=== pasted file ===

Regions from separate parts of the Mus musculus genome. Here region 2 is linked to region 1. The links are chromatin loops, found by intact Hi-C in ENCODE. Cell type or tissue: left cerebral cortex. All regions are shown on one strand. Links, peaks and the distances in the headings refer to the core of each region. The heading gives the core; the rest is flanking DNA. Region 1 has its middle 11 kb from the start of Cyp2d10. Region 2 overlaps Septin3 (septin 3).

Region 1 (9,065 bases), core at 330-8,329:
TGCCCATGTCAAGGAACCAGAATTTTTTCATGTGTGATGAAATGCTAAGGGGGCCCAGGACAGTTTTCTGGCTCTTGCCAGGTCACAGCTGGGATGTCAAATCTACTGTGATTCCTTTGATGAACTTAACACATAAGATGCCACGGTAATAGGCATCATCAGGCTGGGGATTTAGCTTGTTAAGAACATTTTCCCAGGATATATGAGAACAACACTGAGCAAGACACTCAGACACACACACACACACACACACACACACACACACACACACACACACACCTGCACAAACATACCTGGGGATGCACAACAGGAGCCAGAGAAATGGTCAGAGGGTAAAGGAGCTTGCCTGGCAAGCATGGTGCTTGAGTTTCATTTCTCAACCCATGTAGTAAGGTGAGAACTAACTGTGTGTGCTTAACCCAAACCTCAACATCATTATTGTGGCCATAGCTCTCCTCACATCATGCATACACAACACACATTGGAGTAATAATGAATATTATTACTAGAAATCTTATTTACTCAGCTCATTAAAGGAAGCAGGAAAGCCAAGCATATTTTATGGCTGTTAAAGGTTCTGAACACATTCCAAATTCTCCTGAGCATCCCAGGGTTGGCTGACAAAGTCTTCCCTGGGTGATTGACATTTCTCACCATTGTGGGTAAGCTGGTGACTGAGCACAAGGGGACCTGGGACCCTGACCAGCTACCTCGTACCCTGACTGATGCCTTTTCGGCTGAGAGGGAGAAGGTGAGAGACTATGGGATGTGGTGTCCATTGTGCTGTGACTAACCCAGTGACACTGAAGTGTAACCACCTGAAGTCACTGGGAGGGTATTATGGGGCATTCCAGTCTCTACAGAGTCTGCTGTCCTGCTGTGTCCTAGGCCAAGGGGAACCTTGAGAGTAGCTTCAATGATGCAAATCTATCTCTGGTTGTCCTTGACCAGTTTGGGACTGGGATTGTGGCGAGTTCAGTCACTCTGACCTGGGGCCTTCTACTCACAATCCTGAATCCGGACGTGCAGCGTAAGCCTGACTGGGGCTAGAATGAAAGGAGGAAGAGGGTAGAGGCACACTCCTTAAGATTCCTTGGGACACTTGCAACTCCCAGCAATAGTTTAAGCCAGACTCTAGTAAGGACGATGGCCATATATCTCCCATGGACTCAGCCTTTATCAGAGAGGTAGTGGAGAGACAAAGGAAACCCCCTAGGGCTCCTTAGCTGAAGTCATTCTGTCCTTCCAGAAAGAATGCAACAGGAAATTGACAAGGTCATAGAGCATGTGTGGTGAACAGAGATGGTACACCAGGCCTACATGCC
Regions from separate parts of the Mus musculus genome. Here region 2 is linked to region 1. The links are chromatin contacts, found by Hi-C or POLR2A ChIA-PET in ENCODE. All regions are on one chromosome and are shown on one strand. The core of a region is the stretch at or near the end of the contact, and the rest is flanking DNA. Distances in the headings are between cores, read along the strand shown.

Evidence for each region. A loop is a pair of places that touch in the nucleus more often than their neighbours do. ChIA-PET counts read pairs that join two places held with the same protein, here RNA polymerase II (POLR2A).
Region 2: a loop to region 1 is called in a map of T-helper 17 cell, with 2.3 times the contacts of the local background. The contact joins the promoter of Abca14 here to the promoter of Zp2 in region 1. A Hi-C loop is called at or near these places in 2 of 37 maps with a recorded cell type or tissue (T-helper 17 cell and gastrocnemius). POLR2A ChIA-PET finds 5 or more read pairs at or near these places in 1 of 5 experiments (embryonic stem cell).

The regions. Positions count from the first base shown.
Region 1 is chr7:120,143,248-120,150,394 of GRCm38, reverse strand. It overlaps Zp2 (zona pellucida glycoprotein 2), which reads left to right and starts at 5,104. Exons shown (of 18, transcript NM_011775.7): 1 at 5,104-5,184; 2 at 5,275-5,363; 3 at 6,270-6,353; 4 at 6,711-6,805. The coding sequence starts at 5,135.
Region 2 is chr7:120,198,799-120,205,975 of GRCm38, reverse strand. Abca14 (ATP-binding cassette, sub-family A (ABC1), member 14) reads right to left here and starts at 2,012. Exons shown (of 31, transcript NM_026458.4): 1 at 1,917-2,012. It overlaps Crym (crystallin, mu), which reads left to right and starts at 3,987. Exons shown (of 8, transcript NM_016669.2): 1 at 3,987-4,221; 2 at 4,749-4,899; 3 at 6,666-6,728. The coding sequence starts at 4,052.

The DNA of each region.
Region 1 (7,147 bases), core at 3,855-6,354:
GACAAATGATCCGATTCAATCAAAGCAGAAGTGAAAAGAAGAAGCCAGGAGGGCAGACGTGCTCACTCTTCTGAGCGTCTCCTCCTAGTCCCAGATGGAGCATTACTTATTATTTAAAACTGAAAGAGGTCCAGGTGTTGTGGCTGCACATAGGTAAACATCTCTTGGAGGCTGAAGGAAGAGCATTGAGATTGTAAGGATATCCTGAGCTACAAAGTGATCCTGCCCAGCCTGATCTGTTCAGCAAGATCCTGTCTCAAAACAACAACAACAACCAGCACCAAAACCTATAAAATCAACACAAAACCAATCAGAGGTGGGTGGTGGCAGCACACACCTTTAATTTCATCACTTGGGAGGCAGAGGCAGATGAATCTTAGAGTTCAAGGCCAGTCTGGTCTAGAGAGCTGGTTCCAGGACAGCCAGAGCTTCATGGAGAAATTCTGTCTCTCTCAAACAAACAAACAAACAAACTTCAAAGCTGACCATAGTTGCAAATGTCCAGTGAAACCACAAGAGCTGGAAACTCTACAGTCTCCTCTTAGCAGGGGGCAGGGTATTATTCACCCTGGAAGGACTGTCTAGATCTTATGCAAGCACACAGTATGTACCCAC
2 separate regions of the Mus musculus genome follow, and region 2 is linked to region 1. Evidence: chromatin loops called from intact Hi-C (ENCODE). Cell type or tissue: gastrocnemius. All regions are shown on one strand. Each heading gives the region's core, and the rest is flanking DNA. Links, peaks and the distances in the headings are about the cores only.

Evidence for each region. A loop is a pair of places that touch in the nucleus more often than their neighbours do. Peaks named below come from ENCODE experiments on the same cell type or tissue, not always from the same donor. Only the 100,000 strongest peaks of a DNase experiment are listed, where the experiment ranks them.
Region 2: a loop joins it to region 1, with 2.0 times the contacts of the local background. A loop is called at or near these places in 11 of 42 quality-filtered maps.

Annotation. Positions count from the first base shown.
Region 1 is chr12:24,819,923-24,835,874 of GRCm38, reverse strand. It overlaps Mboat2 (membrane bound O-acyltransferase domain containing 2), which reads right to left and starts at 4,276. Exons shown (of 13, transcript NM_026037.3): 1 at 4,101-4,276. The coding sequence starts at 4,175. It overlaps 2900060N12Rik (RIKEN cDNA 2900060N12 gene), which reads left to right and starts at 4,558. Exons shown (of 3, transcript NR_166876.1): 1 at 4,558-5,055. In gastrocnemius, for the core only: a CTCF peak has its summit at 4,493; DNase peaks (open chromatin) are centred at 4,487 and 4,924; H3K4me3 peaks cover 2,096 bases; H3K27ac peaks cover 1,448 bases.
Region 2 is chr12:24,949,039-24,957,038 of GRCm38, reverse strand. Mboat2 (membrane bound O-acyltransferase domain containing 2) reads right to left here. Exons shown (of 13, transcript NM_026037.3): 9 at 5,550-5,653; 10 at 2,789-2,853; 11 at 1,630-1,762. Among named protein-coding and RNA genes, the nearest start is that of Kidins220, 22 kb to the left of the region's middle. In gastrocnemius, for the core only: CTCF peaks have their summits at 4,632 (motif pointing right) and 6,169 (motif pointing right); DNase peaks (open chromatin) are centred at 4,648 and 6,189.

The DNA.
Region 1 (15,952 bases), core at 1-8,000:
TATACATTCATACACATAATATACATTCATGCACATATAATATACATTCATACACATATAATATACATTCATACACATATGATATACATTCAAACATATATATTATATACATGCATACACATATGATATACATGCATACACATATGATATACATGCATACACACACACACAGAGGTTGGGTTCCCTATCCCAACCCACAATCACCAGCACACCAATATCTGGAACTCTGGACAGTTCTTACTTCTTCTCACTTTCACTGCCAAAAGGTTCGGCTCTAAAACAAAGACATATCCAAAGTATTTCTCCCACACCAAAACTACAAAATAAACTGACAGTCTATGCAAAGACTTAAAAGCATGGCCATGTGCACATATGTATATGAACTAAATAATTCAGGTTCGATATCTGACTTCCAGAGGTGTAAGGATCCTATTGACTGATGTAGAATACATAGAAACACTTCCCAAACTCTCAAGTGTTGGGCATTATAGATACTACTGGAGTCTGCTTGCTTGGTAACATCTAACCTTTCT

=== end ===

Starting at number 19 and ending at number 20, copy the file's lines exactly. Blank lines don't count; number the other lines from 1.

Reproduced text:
The DNA.
Region 1 (15,952 bases), core at 1-8,000: